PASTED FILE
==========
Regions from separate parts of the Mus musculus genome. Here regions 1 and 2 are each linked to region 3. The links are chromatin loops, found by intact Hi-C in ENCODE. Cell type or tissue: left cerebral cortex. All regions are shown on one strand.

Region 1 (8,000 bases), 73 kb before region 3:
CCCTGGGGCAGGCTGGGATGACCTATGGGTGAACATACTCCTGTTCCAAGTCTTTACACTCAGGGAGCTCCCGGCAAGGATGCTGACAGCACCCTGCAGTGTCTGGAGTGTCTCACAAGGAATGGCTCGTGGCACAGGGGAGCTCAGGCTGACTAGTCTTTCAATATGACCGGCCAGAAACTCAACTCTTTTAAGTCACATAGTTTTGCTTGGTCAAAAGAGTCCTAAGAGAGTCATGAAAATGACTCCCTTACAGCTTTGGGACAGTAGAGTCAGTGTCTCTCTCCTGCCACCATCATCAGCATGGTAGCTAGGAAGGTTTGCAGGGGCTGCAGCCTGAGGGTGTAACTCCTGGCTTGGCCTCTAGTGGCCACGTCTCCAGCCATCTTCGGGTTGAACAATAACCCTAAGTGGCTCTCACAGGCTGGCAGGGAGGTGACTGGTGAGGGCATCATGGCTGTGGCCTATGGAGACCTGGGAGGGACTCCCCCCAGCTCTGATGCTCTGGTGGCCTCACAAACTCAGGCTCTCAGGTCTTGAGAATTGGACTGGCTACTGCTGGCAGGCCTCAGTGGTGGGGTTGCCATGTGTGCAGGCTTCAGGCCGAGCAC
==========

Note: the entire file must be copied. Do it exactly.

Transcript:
Regions from separate parts of the Mus musculus genome. Here regions 1 and 2 are each linked to region 3. The links are chromatin loops, found by intact Hi-C in ENCODE. Cell type or tissue: left cerebral cortex. All regions are shown on one strand.

Region 1 (8,000 bases), 73 kb before region 3:
CCCTGGGGCAGGCTGGGATGACCTATGGGTGAACATACTCCTGTTCCAAGTCTTTACACTCAGGGAGCTCCCGGCAAGGATGCTGACAGCACCCTGCAGTGTCTGGAGTGTCTCACAAGGAATGGCTCGTGGCACAGGGGAGCTCAGGCTGACTAGTCTTTCAATATGACCGGCCAGAAACTCAACTCTTTTAAGTCACATAGTTTTGCTTGGTCAAAAGAGTCCTAAGAGAGTCATGAAAATGACTCCCTTACAGCTTTGGGACAGTAGAGTCAGTGTCTCTCTCCTGCCACCATCATCAGCATGGTAGCTAGGAAGGTTTGCAGGGGCTGCAGCCTGAGGGTGTAACTCCTGGCTTGGCCTCTAGTGGCCACGTCTCCAGCCATCTTCGGGTTGAACAATAACCCTAAGTGGCTCTCACAGGCTGGCAGGGAGGTGACTGGTGAGGGCATCATGGCTGTGGCCTATGGAGACCTGGGAGGGACTCCCCCCAGCTCTGATGCTCTGGTGGCCTCACAAACTCAGGCTCTCAGGTCTTGAGAATTGGACTGGCTACTGCTGGCAGGCCTCAGTGGTGGGGTTGCCATGTGTGCAGGCTTCAGGCCGAGCAC